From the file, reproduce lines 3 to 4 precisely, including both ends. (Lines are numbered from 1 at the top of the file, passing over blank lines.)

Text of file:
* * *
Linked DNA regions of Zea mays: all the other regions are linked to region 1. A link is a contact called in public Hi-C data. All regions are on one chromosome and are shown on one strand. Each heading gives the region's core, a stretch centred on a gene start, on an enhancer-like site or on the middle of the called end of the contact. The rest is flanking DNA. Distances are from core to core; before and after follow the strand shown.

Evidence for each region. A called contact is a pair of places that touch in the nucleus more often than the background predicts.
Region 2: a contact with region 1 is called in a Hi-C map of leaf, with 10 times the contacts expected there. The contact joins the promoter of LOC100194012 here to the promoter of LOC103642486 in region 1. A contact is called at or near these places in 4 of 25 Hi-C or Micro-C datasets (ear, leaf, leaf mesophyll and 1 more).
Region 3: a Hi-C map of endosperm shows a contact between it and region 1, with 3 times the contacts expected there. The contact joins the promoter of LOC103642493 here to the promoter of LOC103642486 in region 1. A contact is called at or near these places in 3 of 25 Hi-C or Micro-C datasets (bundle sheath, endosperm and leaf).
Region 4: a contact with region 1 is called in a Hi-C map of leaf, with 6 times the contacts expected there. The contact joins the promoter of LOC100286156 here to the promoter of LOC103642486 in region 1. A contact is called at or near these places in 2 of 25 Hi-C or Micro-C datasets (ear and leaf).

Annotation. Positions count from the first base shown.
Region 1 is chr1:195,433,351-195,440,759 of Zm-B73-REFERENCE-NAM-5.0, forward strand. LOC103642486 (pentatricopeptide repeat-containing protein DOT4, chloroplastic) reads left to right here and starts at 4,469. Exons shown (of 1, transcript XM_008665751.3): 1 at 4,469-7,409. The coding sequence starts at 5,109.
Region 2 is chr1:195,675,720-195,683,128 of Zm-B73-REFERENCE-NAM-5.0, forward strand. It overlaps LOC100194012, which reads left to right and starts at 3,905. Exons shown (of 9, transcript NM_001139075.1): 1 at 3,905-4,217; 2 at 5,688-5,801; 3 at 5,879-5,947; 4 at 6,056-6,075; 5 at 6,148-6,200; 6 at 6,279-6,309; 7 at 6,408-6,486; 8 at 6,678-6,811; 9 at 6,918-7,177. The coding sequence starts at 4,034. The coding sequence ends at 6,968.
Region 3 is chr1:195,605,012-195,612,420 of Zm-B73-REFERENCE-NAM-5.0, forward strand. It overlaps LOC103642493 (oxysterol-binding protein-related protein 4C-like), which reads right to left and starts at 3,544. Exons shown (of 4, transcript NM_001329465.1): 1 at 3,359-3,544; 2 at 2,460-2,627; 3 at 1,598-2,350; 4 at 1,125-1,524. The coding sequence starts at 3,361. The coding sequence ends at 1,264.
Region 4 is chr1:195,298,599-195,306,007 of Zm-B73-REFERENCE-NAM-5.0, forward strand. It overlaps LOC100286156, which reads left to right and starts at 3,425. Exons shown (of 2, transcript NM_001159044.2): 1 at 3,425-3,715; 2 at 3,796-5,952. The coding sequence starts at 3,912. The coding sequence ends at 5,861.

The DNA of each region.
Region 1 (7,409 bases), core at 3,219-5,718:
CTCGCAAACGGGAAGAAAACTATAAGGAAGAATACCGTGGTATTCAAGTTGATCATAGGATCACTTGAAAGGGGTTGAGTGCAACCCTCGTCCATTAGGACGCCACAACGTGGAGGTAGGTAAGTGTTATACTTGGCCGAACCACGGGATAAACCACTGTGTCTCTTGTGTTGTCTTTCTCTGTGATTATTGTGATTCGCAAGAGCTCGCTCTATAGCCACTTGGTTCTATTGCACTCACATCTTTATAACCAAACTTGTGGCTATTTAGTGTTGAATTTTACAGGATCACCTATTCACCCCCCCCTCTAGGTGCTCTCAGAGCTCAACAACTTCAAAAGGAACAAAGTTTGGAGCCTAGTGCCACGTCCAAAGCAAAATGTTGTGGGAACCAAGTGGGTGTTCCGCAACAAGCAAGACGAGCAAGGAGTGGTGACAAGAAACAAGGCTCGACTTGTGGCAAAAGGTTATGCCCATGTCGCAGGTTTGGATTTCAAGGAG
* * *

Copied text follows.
Region 2: a contact with region 1 is called in a Hi-C map of leaf, with 10 times the contacts expected there. The contact joins the promoter of LOC100194012 here to the promoter of LOC103642486 in region 1. A contact is called at or near these places in 4 of 25 Hi-C or Micro-C datasets (ear, leaf, leaf mesophyll and 1 more).
Region 3: a Hi-C map of endosperm shows a contact between it and region 1, with 3 times the contacts expected there. The contact joins the promoter of LOC103642493 here to the promoter of LOC103642486 in region 1. A contact is called at or near these places in 3 of 25 Hi-C or Micro-C datasets (bundle sheath, endosperm and leaf).